“ONLY A MASSIVE shock would wake him up,” Eileen thinks after killing a woman with tranquilizers and deciding to frame her father. “If he believed he’d killed an innocent woman, that might be enough to shake him. Then he might see the light, accept the truth of his condition.” Eileen (2015) is difficult to read, not for the simple reason that its titular character is immoral or disgusting but because we intimately understand her motivation for patricide. “Of all the characters in the book, Eileen is the one I relate to,” author Ottessa Moshfegh has said. What repels readers from Eileen also incites a compulsion to stay with her. “​​I like writing about the things that people spend their whole lives trying to pretend aren’t there,” Moshfegh told another interviewer. We can’t stand to look at Eileen because of our affinity with her, because Moshfegh has recorded every moment of shame of a person who is—murder aside—fairly typical. After all, Eileen asks, hasn’t everyone thought about killing their father? Moshfegh has said in interviews that she is “channeling a voice” when she writes, that part of her is “just a conduit” for this supposedly “divine voice”: “When I started intellectualizing, the voice shut down. […] I just write down what the voice has to say.” Moshfegh considers this process her “predetermined destiny,” although it seems more plausible that she just hasn’t heard of the bicameral mind. Eileen, we are to understand, is one of the characters that has “appeared” to Moshfegh as she writes. She refers to Eileen as her “freak book” dressed up in a “spiffy noir package” and admits to having “disguised the ugly truth” about Eileen’s innermost thoughts—the true story she wanted to write—in a commercial project. So, in 2015, Moshfegh published a book that studied what might motivate someone to commit patricide. As it turns out, this despicable woman was not alienating: Eileen was short-listed for the National Book Critics Circle Award and the Man Booker Prize, and won the PEN/Hemingway Award for Debut Novel. It was ironic, really, that the book was so well […]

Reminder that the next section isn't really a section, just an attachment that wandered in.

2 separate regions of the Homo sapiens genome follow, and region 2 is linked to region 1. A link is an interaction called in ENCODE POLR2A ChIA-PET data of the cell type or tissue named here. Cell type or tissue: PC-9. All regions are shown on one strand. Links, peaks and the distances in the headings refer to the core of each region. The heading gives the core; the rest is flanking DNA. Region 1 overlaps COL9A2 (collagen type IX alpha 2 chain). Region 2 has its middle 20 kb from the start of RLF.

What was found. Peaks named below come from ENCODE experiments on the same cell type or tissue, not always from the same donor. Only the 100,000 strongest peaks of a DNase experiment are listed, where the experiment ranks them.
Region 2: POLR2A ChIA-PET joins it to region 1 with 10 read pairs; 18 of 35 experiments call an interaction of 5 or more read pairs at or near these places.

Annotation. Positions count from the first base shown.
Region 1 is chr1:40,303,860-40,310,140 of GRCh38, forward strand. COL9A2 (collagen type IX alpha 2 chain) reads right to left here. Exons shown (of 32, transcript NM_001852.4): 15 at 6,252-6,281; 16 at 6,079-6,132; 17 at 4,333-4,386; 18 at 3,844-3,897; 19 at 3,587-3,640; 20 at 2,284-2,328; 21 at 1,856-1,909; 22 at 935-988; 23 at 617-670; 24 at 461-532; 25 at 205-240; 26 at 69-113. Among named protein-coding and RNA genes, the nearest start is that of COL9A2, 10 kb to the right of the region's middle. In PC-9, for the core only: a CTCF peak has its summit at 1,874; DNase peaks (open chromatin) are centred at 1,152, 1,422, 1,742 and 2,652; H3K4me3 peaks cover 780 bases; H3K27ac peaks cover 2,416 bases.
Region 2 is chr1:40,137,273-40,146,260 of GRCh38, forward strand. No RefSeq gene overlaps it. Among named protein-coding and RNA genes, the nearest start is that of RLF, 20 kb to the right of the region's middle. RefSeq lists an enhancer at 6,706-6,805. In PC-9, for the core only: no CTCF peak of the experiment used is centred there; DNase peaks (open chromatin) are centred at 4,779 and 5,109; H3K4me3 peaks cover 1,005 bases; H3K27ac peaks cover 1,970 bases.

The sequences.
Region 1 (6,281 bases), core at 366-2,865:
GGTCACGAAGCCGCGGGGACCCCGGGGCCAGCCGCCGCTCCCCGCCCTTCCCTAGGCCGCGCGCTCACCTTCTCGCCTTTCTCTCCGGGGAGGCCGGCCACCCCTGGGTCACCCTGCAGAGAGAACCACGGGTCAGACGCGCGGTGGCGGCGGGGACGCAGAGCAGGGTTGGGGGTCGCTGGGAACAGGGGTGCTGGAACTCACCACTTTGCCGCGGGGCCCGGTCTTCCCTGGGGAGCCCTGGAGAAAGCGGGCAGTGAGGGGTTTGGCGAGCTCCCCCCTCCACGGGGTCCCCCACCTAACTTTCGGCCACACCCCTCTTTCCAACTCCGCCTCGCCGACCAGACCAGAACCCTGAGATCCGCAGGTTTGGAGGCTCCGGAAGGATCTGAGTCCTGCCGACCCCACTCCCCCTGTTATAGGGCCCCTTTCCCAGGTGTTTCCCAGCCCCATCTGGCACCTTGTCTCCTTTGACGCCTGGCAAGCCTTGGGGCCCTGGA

Click here to view original page at Where Did You Go, Eileen? On Ottessa Moshfegh and William Oldroyd’s Adaptation

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